Working magic in Somaliland

by Mary Harper

Nothing beats witnessing change as it is happening on the ground. Journalist Mary Harper has reported on Africa for the BBC for three decades, the good, the bad and everything in between. Here, she describes what she saw when Pharo Foundation took her on a tour of some of its projects in Somaliland.

Imagine driving along a rough road through a parched landscape in a region enduring its worst drought in four decades. Millions of heads of livestock have died and famine-like conditions declared.

Suddenly, you come across a miracle.

Camels queue in neat lines waiting their turn to drink out of huge troughs built at just the right height for them to lower their long necks down to the water and take long sips. Sheep and goats gather around other watering points set at a lower level to allow them too to drink comfortably. 

In another area, donkeys wait patiently as yellow plastic jerrycans are strapped to their backs containing cleaner water, safe for human consumption. 

As a journalist who has reported for decades on frantic aid distribution during droughts, wars and other calamities across Africa, this struck me as something entirely different. It was calm, respectful and vital for the preservation of life.

I was led up a slope. When I reached the top, I thought I was seeing a mirage. Below was a vast, turquoise lake, stretching as far as the eye could see - a huge reserve of harvested rainwater.

This was the source of the plentiful water allowing humans and animals to survive, even during a period of devastating drought. 

In addition to such crucial lifesaving work, there were other small but significant surprises. The man who tended the dam pointed out fresh green plants making their way through the sand. Tiny fruits clung to the stems; these would grow into huge, sweet watermelons. 

Another person clambered to the top of a water tower, explaining in great detail how he ensured the water provided for human consumption was always clean and safe.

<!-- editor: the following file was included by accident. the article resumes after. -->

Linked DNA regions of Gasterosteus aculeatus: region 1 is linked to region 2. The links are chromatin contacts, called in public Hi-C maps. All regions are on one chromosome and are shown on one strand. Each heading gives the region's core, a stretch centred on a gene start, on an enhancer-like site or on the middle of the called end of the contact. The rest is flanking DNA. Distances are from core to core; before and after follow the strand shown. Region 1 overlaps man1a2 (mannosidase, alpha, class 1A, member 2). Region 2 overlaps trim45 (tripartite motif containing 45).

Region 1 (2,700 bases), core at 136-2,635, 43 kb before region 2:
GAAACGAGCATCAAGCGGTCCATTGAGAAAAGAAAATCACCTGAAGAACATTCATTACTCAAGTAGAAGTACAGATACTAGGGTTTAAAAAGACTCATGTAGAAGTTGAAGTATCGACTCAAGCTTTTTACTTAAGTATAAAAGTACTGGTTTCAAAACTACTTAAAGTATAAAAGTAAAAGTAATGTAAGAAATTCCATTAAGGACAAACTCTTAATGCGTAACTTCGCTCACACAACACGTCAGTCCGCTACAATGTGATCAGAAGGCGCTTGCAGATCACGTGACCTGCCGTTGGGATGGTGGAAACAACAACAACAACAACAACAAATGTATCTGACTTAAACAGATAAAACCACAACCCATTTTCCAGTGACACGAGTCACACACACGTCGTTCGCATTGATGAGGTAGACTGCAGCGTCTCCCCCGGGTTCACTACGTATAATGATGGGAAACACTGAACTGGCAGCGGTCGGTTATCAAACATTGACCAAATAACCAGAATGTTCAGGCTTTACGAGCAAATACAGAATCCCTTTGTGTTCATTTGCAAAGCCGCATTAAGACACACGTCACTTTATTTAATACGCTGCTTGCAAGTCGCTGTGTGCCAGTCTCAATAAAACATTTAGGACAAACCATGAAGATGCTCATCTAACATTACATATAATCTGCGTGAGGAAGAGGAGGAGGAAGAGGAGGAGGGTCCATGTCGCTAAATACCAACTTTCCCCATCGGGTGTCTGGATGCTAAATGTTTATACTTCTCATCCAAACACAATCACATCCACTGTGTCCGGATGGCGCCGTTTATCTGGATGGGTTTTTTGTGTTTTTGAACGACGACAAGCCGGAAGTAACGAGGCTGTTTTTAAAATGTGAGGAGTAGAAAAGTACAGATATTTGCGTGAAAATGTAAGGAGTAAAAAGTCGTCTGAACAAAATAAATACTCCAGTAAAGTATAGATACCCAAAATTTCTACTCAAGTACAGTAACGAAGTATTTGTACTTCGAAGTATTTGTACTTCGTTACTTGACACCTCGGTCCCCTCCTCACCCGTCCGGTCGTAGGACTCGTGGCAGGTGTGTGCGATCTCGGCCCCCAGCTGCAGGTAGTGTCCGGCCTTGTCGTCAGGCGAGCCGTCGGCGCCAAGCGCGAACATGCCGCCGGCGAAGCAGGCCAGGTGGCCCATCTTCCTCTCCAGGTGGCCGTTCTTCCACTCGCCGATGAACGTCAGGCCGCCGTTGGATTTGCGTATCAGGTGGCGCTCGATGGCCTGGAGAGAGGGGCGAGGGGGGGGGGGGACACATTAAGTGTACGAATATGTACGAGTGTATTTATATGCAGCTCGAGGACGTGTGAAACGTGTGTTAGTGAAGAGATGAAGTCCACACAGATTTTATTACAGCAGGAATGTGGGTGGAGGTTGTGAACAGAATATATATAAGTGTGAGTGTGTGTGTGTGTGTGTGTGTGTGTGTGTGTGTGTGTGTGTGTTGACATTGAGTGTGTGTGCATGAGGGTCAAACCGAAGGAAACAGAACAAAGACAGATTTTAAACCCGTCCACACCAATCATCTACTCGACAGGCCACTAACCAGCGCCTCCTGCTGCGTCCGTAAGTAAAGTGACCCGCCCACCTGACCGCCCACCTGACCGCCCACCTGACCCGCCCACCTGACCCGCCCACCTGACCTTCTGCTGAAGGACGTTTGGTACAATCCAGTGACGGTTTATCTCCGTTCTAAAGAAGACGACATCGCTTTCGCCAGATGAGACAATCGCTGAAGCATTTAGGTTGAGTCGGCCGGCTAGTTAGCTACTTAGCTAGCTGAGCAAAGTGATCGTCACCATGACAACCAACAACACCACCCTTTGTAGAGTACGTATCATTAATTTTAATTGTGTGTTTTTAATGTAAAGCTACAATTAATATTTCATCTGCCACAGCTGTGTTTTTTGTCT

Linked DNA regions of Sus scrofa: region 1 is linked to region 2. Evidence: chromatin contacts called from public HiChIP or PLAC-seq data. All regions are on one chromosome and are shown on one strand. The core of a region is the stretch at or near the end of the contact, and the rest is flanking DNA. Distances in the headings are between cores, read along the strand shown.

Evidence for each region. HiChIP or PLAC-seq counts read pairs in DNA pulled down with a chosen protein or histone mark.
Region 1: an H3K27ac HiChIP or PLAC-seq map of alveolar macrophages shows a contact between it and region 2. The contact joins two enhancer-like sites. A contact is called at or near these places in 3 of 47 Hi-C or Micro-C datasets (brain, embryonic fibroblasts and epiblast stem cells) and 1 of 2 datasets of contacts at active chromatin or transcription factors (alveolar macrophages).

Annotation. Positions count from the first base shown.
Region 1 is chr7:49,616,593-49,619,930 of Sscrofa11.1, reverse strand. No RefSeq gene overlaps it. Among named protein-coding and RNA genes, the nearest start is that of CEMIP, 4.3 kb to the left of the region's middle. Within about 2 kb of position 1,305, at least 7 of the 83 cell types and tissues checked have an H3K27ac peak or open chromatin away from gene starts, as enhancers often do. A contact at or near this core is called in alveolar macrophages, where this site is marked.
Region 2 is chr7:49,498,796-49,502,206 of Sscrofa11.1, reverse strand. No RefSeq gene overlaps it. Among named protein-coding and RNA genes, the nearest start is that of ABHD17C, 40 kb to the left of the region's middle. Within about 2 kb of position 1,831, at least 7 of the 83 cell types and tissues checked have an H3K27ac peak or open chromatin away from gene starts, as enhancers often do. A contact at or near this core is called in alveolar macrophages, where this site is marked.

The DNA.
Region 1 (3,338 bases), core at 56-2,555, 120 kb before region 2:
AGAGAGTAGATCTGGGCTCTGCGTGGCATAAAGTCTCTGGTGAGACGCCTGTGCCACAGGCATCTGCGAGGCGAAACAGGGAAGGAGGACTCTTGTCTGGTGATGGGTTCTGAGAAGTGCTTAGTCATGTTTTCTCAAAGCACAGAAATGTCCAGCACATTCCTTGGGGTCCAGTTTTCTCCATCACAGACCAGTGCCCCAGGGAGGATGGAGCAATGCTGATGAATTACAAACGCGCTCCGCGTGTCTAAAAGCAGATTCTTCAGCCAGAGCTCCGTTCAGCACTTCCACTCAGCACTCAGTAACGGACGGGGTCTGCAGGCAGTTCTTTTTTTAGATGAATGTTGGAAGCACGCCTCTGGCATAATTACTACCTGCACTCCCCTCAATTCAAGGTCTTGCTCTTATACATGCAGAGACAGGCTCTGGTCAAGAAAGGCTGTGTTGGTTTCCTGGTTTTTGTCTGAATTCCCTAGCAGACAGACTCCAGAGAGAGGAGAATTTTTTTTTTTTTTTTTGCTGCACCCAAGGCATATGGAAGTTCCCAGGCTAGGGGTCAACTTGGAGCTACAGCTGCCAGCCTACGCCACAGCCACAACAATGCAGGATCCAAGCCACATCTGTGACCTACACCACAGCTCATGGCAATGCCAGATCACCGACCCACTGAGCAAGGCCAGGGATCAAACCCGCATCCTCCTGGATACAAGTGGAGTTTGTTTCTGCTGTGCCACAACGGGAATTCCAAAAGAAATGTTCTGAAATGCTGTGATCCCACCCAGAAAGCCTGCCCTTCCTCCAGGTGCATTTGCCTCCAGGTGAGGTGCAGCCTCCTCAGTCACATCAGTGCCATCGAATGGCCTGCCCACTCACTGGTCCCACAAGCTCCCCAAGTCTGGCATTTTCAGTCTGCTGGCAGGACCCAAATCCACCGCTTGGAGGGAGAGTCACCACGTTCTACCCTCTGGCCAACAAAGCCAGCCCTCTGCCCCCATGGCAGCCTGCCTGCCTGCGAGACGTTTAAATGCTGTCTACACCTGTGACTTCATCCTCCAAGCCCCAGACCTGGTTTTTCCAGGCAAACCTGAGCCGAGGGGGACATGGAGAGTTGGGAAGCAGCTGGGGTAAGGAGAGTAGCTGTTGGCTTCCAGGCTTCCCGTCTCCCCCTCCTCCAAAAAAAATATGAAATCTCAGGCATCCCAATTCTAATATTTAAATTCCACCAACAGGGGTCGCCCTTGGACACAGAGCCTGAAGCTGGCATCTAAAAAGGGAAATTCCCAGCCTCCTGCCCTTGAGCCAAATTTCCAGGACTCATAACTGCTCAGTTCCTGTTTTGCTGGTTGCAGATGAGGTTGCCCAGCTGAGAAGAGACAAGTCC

The Wadomakahil dam in Somaliland’s Maroodi-Jeex region not only keeps people and animals alive; it provides jobs.

This is the work of Pharo Foundation, which in its own modest, quiet way is transforming lives.

The next stop was a kindergarten built in the grounds of a school in a deprived area of the capital Hargeisa. Its brightly painted walls and carefully shaded playground brightened up the place, as did the young children in their clean, freshly pressed uniforms. 

One of Pharo Foundation’s main passions is education and how crucial it is to fostering self-sufficiency in Africa. School attendance is shockingly low in Somaliland, with primary schools having a net enrolment rate of under 30% in 2022. 

Pharo Foundation believes that encouraging early years’ schooling will help change the culture for parents and children alike, many of whom simply don’t see the point in formal education. If children start going to school early, and parents see the benefit, they are likely to prioritise education and see it as crucial to the whole family’s future. This is why Pharo Foundation has created 18 early childhood education (ECE) centres in Hargeisa and Berbera, which are attached to public schools and it has co-created the national early childhood education centre curriculum with the government.

Staff noticed some of the children in the ECE centres were malnourished and coming to school hungry. It started feeding them and is now conducting a study on how nutrition affects early years’ learning. The data will eventually be shared with universities to enable further academic research.

In Somaliland, Pharo Foundation is supporting other forms of education too with flourishing fee-paying schools that offer scholarships. It also has schools in Ethiopia, Kenya and Rwanda, including a free girls-only boarding school in Benishangul Gumuz, a hard-to-reach, rural part of Ethiopia.

Pharo runs a vocational training centre where some of Somaliland’s estimated 75% unemployed youth learn trades leading to direct employment including painting, plumbing and electrical work. Students sit in classrooms learning theory while others engage in practical learning, painting the outside of the building, shaping metal pipes and wiring sockets.

Some of the graduates work for Pharo Ventures established in Somaliland in 2021 and engaged in the construction of residential and commercial projects, schools and dams as well as providing ready mixed concrete. 

While some may ask why Pharo is involved in business as well as philanthropy, the argument is that the two are intertwined, both aimed at creating genuine sustainable growth rather than following the short-term, funding-dependent model of so many aid projects in Africa.